What is the point if we own the world but cannot control ourselves?

I am not sure about you, but I often feel like someone pushed the foot to the floor, on the accelerator metaphorically speaking and the world just gets faster and faster and nobody has a clue how to slow down this huge racing machine we call life. It’s a space that many try to keep up with, consequences often meaning, working longer hours, sleep less, and spend less and less time doings that would be more Life giving. Clearly, fast paced living comes at huge cost to many in first world nations. Specially, the health systems struggle to accommodate so many surgeries, etc. Many of these health issues are due to poor nutrition, stress and sitting too much. You don’t need to look far to find research supporting my claim.

What to do then? Well, praying maybe be a nice sentiment. Nevertheless, you are totally responsible for your lifestyles. You select the pace and things you commit to! You pick out the food you eat, the hours spent are all your responsibilities. How to reduce our suffering? It can seem relentless and once you create a life that is so busy, often you feel like you are on a hamster wheel, clearly things need a revolutionary shift. I love studying and come across gems all the time below is one that certainly helped me and might offer you wisdom too?

‘Yet for suffering to become an effective spur to spiritual awakening it is not enough merely to encounter it. For the religious consciousness to be aroused suffering must be not only met as a constant liability of our existence,but confronted and grappled with in the arena of thematic reflection. As long as we engage suffering simply in its superficial modes, as felt pain and sorrow, we will react to it in one of two ways, both of which operate at a purely psychological level. In the first case we will react to suffering in an unhealthy manner, as when we arouse resentment against the source of our displeasure and seek relief by annihilating it, ignoring it, or running away in pursuit of some easy escape. In the second case we will react to suffering in a mentally healthy way, as when we fortify our minds with patience and courage, strengthen our capacities for endurance, and seek to resolve the problem in a realistic manner. But though the second approach is definitely to be preferred to the first, in neither case does that inward revolution take place which awakens us to our extreme need for deliverance and compels us to set off in a new direction previously unknown and unexplored.’

Buddhist Meditation and Depth Psychology by Douglas M. Burns

People use all sorts of thing to escape the madness they feel. Me included! I am convinced everything we purchase, we hope it provides a little peace and fun. Of course it does, temporarily and then once it becomes normal we look to the next thing. Things, material things offer a peace that’s forever fleeting. So, what am I really saying? Don’t purchase anything? Don’t enjoy you asserts and that you worked hard for? No, that’s absurd unless you are a monastics. I say we need to find a deep inner peace that’s not fleeting. A space inside us, we can nurture so we reduce these cravings for more and more. The more and more mentality offers nothing but misery. Enjoy what we have from a deeper sense of peace is our best goal. Below is some other gem from Burns.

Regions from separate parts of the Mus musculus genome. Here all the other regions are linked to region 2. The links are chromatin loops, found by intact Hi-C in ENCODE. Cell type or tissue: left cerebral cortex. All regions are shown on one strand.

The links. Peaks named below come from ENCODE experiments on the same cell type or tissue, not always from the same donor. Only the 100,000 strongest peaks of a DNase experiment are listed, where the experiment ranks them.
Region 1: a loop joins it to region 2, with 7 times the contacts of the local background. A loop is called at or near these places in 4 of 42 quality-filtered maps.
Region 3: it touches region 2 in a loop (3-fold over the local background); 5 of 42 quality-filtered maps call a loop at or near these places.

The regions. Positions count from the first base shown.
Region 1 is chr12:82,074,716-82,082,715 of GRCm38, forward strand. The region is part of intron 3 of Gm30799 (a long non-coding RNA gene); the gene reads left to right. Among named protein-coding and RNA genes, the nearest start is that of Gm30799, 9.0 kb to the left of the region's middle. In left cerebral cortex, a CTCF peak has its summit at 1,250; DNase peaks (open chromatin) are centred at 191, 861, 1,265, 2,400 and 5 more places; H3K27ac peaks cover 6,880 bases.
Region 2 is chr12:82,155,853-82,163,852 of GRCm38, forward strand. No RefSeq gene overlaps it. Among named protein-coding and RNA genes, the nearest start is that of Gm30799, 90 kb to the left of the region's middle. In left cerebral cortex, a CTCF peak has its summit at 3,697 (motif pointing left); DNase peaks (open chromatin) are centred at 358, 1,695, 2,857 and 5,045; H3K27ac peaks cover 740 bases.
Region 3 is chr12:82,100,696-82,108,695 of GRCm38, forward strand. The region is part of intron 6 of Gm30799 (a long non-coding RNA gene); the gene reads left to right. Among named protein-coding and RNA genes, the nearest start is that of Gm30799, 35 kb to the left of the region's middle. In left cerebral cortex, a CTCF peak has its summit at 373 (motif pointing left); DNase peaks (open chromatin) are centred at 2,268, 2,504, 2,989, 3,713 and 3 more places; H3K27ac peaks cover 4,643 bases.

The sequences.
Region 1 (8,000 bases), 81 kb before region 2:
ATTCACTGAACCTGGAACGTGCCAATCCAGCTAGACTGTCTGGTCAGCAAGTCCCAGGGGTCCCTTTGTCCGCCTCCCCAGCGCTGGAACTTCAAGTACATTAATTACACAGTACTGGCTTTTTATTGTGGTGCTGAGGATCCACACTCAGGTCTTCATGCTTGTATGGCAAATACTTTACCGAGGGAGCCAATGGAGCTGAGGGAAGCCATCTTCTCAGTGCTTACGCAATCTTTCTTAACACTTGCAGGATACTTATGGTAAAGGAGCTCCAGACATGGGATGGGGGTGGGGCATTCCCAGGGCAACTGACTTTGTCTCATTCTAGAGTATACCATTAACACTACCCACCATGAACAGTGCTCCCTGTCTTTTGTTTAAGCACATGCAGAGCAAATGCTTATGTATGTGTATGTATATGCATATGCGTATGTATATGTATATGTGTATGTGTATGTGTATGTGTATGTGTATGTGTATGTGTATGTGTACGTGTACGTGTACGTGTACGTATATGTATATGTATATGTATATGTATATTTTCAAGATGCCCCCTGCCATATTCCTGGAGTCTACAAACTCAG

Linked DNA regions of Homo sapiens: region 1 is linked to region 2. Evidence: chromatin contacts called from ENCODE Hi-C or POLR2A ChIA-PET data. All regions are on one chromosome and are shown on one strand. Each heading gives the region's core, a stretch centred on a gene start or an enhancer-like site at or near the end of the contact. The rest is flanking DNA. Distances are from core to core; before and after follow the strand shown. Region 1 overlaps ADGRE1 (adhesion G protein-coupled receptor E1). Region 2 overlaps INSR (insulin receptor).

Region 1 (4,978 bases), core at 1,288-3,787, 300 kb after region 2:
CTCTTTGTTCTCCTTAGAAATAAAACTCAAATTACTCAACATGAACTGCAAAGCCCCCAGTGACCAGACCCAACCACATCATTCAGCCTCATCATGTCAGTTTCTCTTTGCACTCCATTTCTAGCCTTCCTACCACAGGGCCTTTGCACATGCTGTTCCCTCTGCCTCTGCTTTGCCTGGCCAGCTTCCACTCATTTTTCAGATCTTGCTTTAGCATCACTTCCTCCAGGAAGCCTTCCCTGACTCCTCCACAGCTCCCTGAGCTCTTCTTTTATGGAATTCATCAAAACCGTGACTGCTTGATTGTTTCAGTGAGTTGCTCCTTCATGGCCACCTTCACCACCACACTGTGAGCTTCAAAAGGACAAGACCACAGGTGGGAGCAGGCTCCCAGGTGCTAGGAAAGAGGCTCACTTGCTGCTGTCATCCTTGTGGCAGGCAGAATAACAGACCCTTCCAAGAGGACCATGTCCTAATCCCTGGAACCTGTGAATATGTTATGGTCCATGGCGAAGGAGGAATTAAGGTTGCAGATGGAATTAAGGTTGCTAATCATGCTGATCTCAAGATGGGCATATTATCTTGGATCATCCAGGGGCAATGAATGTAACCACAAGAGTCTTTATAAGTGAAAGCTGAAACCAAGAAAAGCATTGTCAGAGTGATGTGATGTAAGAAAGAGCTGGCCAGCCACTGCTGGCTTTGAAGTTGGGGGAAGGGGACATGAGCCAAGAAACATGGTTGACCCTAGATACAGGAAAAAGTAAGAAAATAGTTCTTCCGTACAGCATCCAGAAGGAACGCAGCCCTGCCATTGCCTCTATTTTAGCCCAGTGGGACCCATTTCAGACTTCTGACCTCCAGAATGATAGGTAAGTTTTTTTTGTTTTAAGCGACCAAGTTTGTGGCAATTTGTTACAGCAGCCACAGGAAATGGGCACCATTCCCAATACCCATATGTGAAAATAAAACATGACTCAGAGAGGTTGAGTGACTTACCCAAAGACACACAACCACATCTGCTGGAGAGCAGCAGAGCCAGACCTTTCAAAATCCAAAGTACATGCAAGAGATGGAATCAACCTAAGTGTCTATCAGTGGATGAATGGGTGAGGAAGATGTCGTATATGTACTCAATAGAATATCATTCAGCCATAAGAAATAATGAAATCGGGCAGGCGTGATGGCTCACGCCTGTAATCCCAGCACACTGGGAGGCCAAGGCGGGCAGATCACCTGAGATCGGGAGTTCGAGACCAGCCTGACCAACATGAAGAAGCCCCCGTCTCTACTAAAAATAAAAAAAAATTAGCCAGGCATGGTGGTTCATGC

‘Through science, technology, and social organization Western man has built a civilization of unprecedented wealth and grandeur. Yet despite this mastery of his environment, he has given little thought to mastery of himself. In fact, his newly-acquired wealth and leisure have heightened his sensuality and weakened his self-discipline. It becomes increasingly apparent, however, that a stable and prosperous democracy can endure only so long as we have intelligent, self-disciplined, and properly motivated citizens; legislation and education alone will not ensure this. Buddhism presents a technique by which this can be obtained, but the responsibility rests with each individual. No one can cure our neuroses and strengthen our characters except ourselves. In the Sumbha country in the town of Sedaka the Buddha once said: “I shall protect myself,” in that way the foundations of mind fulness should be practiced. “I shall protect others,” in that way the foundations of mindfulness should be practiced. Protecting oneself one protects others; protecting others one protects oneself. And how does one, in protecting oneself, protect others? By the repeated and frequent practice of meditation. And how does one, in protecting others, protect oneself? By patience and forbearance, by a non-violent and harmless life, by loving-kindness and compassion. “I shall protect myself,” in that way the foundations of mindfulness should be practiced. “I shall protect others,” in that way the foundations of mindfulness should be practiced. Protecting oneself, one protects others; protecting others, one protects oneself.’

Buddhist Meditation and Depth Psychology by Douglas M. Burns

If you think meditation is just another thing in life you need to overcome, please reconsider your motive. It’s not a science we are competitive with or a religious ritual, mystical thing. It’s something we can assess in terms of how our life feels. Even sitting still and doing relaxation breathing exercises helps tremendously. I am a fan of sitting cross legs on a cushion, because of the added health benefits it also extends. Google sitting in ‘Simple Pose’ as the Yoga instructor call it. It’s not simple, please be patient and sensible or you will injure your knees. It’s taken me a long time to get completely comfortable on my cushion. I hope this blog provides some peace and wisdom. Please feel free to comment, email about anything that worries you. Blessings Scott

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